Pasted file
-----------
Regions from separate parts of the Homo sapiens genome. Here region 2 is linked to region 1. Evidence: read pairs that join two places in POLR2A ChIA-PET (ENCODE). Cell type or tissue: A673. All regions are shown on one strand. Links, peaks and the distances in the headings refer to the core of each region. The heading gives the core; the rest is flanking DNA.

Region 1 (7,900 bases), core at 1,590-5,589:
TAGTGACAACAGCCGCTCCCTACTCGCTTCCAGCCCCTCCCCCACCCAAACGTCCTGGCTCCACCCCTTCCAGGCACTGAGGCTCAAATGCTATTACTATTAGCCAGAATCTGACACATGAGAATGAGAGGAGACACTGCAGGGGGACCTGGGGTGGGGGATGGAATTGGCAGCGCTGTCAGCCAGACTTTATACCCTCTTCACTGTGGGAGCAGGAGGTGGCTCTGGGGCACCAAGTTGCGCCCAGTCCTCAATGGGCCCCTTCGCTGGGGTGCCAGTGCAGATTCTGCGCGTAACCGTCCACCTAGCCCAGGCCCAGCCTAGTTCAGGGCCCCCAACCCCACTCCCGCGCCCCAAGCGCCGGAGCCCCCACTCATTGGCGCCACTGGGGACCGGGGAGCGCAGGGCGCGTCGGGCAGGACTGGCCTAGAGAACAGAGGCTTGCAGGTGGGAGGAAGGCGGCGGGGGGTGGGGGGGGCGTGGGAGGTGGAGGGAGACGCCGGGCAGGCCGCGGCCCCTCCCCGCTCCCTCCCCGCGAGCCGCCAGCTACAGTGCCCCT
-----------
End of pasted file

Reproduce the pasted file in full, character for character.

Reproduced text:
Regions from separate parts of the Homo sapiens genome. Here region 2 is linked to region 1. Evidence: read pairs that join two places in POLR2A ChIA-PET (ENCODE). Cell type or tissue: A673. All regions are shown on one strand. Links, peaks and the distances in the headings refer to the core of each region. The heading gives the core; the rest is flanking DNA.

Region 1 (7,900 bases), core at 1,590-5,589:
TAGTGACAACAGCCGCTCCCTACTCGCTTCCAGCCCCTCCCCCACCCAAACGTCCTGGCTCCACCCCTTCCAGGCACTGAGGCTCAAATGCTATTACTATTAGCCAGAATCTGACACATGAGAATGAGAGGAGACACTGCAGGGGGACCTGGGGTGGGGGATGGAATTGGCAGCGCTGTCAGCCAGACTTTATACCCTCTTCACTGTGGGAGCAGGAGGTGGCTCTGGGGCACCAAGTTGCGCCCAGTCCTCAATGGGCCCCTTCGCTGGGGTGCCAGTGCAGATTCTGCGCGTAACCGTCCACCTAGCCCAGGCCCAGCCTAGTTCAGGGCCCCCAACCCCACTCCCGCGCCCCAAGCGCCGGAGCCCCCACTCATTGGCGCCACTGGGGACCGGGGAGCGCAGGGCGCGTCGGGCAGGACTGGCCTAGAGAACAGAGGCTTGCAGGTGGGAGGAAGGCGGCGGGGGGTGGGGGGGGCGTGGGAGGTGGAGGGAGACGCCGGGCAGGCCGCGGCCCCTCCCCGCTCCCTCCCCGCGAGCCGCCAGCTACAGTGCCCCT